Another thing to consider and this will depend on you, is do you prefer the bigger class vs smaller class sizes. Personally, I prefer the larger classes because they are great for people who like to socialize as well as for people who like to remain anonymous, and you always feel like you are involved and not left out. 

Leaving home won't be easy, but I personally think this is a great opportunity to do it and if you do want to come back for residency, the strong foundations and ample elective time (albeit with some out of province restrictions i believe) will help you match back.  

 

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4 hours ago, RainbowKitten said:

I have the exact same issue but in reverse. Also accepted to Mac and UBC but I am from UBC with all my family and support here. The main push to Mac is the 3 year program as I am already a bit older, but I also feel like the extra time to figure out what I want to do in a 4 year program is a big plus... Really conflicted about the 3 year vs 4 year program as a non-traditional/older student. 

I think you have very valid and reasonable points. May I ask, are you a non-traditional student in the sense of doing a non-science undergraduate degree? 

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I would go for UBC and their 4 yr program, which will give you the time to choose where to land a career. Not having friends there is not an issue. I too had to move for med school where I knew nobody. I bonded with several classmates and we became and remain best friends, although now as residents we are all over and rarely see each other, but make the effort for marriages and special events. Having the extra time will give you space I. Which to select your field. A little about myself, I knew what specialty I wanted since a child, interviewed and did not get it. However, I also applied for FM which I knew I would thoroughly enjoy; and for a competitive surgical specialty that I never gave a thought to 6 weeks before CaRMS application deadline. Bottom line, I was open minded and flexible, I applied to three different fields, each one of which would have made me happy, and the surgical specialty chose me. Become minded, don’t worry about your age, take the 4 yr program, enjoy med school and enjoy r & r only during summers, and choose more than one field.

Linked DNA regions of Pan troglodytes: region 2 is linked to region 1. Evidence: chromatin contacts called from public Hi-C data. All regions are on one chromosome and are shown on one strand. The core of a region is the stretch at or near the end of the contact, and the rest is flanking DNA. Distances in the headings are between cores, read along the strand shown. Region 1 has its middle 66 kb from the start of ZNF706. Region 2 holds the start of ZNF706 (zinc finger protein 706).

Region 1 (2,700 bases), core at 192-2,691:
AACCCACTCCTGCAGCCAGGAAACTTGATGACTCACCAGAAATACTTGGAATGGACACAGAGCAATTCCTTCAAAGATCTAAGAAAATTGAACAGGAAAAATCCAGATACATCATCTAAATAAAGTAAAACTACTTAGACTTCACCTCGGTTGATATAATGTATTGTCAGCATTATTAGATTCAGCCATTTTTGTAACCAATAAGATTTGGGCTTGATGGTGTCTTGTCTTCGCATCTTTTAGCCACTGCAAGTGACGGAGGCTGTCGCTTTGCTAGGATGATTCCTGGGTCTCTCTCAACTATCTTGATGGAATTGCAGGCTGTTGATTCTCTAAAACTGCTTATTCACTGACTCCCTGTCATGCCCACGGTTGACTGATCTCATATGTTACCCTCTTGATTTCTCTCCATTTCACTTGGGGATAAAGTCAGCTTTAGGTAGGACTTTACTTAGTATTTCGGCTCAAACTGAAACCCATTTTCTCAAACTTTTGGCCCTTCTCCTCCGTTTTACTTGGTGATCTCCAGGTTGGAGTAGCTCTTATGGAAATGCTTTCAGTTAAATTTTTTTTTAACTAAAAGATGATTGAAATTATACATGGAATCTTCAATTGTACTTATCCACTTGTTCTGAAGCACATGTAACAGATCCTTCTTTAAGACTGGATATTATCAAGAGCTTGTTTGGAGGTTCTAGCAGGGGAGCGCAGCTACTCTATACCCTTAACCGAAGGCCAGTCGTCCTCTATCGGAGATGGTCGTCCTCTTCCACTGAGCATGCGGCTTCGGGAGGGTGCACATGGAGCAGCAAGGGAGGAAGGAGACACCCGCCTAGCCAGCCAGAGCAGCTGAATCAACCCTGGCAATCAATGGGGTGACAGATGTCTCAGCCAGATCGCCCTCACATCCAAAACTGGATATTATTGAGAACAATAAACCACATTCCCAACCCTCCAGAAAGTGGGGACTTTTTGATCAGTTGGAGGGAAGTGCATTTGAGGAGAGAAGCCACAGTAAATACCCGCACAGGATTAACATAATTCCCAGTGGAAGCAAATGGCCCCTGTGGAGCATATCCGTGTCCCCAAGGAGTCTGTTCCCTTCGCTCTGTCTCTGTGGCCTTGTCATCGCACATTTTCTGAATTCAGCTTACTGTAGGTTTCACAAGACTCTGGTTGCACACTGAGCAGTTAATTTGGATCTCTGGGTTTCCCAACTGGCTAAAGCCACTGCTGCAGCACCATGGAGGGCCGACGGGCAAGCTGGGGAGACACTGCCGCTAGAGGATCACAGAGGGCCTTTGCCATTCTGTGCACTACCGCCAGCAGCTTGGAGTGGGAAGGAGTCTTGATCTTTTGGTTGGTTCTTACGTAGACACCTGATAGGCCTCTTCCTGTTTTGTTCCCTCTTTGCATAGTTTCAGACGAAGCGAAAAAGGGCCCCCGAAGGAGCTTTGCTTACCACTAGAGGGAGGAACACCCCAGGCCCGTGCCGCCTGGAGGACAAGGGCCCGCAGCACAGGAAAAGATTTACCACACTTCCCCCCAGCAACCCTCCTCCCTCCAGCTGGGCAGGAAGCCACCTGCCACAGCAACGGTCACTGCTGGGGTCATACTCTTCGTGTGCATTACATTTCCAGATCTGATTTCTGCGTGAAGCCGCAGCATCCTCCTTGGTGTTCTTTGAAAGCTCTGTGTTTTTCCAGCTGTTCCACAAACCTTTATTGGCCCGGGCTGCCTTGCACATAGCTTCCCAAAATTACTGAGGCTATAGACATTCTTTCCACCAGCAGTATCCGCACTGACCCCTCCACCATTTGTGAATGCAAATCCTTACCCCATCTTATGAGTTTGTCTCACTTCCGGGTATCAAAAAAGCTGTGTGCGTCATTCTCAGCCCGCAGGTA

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On 5/12/2018 at 2:18 PM, RainbowKitten said:

In both senses. I am a little on the older side (28) and also from a non-science undergraduate degree. 

If you are a non-science graduate, I would really recommend considering UBC. There are a lot of added challenges as a non-science graduate in adapting to the Mac PBL system. One of the big issues is the fast paced nature, for example, one of the first lectures you will have will be on cardiac arrhythmias and there is some expectation that you understand the basics of the heart to understand the lecture. The other issue is that because people come from different backgrounds into Mac, the PBL system often means most groups will have mostly people who did science undergrads and occasionally someone with a Masters/PhD in science and someone with a non-science background. This can result in some growing pains when it comes to deciding what objectives to focus on in tutorials. I've heard of some non-science graduates being disappointed with PBL tutorial groups for that reason. 

Ultimately, i think being near your family, having time to decide the specialty and the UBC curriculum would outweigh the year you save by going to McMaster. 

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I too come from a low income family, I have lived off debt since leaving high school, I have what I consider an enormous debt now in residency, I am not concerned as it will be paid of after residency. It is not an issue. I like where you are leaning. :P

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For me personally, being close to home was important. Med school will be draining at times, and it was rejuvenating being close to family and friends.

Also, if you do want to stay close to home for residency, that's more likely by going to that school.

Either way, a tough decision but congrats!